Japan, Gold and the Euro Crisis
At last week’s Safety & Survival Summit, sponsored by Agora Financial, I discussed the great appeal of Japanese stocks. This next table below, from Symphony Financial Partners, which runs a Japan-focused fund, shows you the percentage of Japanese stocks that meet three tough valuation criteria:
However, as the Symphony guys point out, “low valuations and cash-rich balance sheets are all chants we have heard before.” The common lament of an investor in Japanese stocks is that they are cheap and stay cheap, that the management teams do nothing to unlock the value in their companies, that they just sit on the cash or blow it on dumb projects.
So what’s different this time?
“The real change,” according to Symphony, “is the discernible increase in high premium M&A/MBO activity.” (MBO stands for “management buyout” and is when a management team buys out a company, taking it private.)
For the first nine months of 2011, there were more MBOs than in all of 2010. It looks like it will be a record year for MBOs in Japan. What’s interesting is the fat premiums they are paying to make those deals. On average, buyers are paying 50% above the stock market price!
In a September note, the Asian research firm CLSA, gave six reasons for the increase in mergers and acquisitions in Japan:
1. Japan is dirt-cheap.
2. The rules have been changed, with the specified aim of spurring M&A.
3. Companies have so much money it is burning holes in their pockets.
4. Even if companies don’t have the money themselves, banks are falling over themselves to lend them the money.
5. Corporate governance just overtook the US (40% of US companies have poison pills, 45% have staggered boards — which means it takes many years to fire the board — and 70% have golden parachutes. These are not problems Japanese investors have to handle.)
6. Rules on what constitutes a monopoly just got wildly more liberal — from the old, parochial domestic market view to taking a worldview of market share: Nippon Steel/SMI may have had a combined 40% share in Japan, but it had less than 3% global share.
Maybe, just maybe, a fire has been lit under Japanese shares…
Gold Stocks Still Lagging
A radio host asked me last week if I was a gold bug. I asked him what that meant. He said a gold bug was “someone who sticks with gold through thick and thin.” Based on that definition, my answer would be no.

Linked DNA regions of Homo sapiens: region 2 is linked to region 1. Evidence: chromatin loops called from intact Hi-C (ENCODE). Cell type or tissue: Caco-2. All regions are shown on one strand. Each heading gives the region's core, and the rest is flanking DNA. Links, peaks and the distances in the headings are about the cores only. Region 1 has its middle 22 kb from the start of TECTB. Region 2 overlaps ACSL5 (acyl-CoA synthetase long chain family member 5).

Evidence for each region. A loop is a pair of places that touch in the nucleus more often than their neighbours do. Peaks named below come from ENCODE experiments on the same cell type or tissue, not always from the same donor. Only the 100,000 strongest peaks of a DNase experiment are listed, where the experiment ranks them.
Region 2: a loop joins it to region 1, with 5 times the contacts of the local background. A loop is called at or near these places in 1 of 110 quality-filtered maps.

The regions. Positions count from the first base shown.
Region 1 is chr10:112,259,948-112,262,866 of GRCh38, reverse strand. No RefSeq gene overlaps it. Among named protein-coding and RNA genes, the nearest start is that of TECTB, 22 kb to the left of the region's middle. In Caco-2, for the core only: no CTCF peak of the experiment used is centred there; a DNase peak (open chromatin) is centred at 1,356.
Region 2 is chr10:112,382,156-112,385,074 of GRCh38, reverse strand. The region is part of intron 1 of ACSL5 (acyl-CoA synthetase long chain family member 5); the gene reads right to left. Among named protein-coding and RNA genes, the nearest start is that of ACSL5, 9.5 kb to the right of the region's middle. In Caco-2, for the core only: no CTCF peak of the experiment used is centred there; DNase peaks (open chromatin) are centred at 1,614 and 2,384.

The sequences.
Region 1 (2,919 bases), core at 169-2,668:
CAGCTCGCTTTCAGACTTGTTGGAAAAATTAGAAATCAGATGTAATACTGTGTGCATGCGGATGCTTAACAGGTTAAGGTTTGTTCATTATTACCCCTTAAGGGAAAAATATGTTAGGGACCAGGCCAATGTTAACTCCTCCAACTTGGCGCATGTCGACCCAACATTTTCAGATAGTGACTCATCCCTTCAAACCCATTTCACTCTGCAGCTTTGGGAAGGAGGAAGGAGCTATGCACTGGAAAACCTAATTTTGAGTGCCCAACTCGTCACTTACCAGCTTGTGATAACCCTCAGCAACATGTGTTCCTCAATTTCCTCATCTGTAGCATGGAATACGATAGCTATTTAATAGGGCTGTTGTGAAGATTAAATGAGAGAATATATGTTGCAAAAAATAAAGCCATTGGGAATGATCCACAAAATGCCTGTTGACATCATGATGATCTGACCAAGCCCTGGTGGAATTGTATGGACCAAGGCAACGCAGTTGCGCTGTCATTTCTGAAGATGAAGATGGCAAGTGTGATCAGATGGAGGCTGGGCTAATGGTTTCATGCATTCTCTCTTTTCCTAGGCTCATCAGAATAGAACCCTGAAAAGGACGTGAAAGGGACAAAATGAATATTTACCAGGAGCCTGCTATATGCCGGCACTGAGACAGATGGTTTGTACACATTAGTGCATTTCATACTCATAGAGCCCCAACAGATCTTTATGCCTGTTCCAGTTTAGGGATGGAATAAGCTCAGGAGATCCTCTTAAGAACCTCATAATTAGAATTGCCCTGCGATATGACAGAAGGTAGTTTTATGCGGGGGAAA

I paid no attention to gold throughout the 1990s. It was a dead asset that seemed to only go down in price. I started to pay attention after the tech bubble burst and after then-Fed chairman Alan Greenspan began his loose money policies, driving interest rates lower and, thus, inflating an historic credit bubble. I was a definite gold bull by 2004. But I don’t plan to always be a gold bull. Gold is an asset like any other. It will go up… and it will go down. At some point, gold will be a sell again, but not yet.
I feel the same way about gold stocks. I don’t plan to always recommend them, but they are attractive now. In 2011, they have only gotten cheaper.
Year to date, the GDXJ, which is an index of small gold miners, is down 22%, even though the price of gold is up 18%! Clearly, small gold stocks are sucking wind. But at the current quotes, gold stock valuations are at lows we have not seen since the last great bottom in gold stocks in 1979.
Hang onto those gold stocks.
The EU Crisis
At the summit, someone asked me if I worried about the EU crisis now unfolding. I don’t remember the answer I gave exactly, but it wasn’t a good one. The problem with the EU crisis is that no one really knows much of anything. I think Pyrford International, a UK fund manager, hit the nail on the head in a September note:
“The euro — I think we’re now all heartily sick of reading about it. Everyone has a view, and everyone is profoundly ignorant at the same time. No one knows the answers — there is no template, no relevant past experience.”
I think that’s it. The EU crisis is extraordinarily complicated on a lot of levels. With 17 different countries that can’t seem to agree on much, it is hard to handicap an outcome. But the essence of the problem is that some of these governments — like Greece — borrowed money they cannot re-pay. So either the rest of the EU comes to its aid, or Greece defaults. A default means lots of losses for banks (and others) holding the defaulted debt.
There are several governments in trouble beyond just Greece. Portugal, Italy, Spain and others are in trouble, too. So do they all get bailouts? Or not? If the EU breaks up, then we’re talking huge losses and the probable disappearance of a number of banks. Just like in 2008 in the US.
What this means for US investors is not clear. It’s hard to imagine a prosperous US with the EU in such disarray. Surely, an EU meltdown would affect the US. How many skeletons do US banks have in the closet? Hard to say.
But I do think one thing happens inevitably: A whole lot of paper money gets printed to pay the bills, no matter what. Either the European Central Bank prints a lot of money to bail out everybody, or the individual European nations — abandoning the EU — start printing their own money again.
The Greek drachma, Italian lira, Portuguese escudo and Spanish peseta may return to the world’s monetary markets before the decade is out. Might this be good for hard assets of the shiny variety? Might the people of the EU buy gold and silver after watching their savings melt away? I think they will.
It’s another reason why gold isn’t a sell — and probably won’t be — for quite some time yet…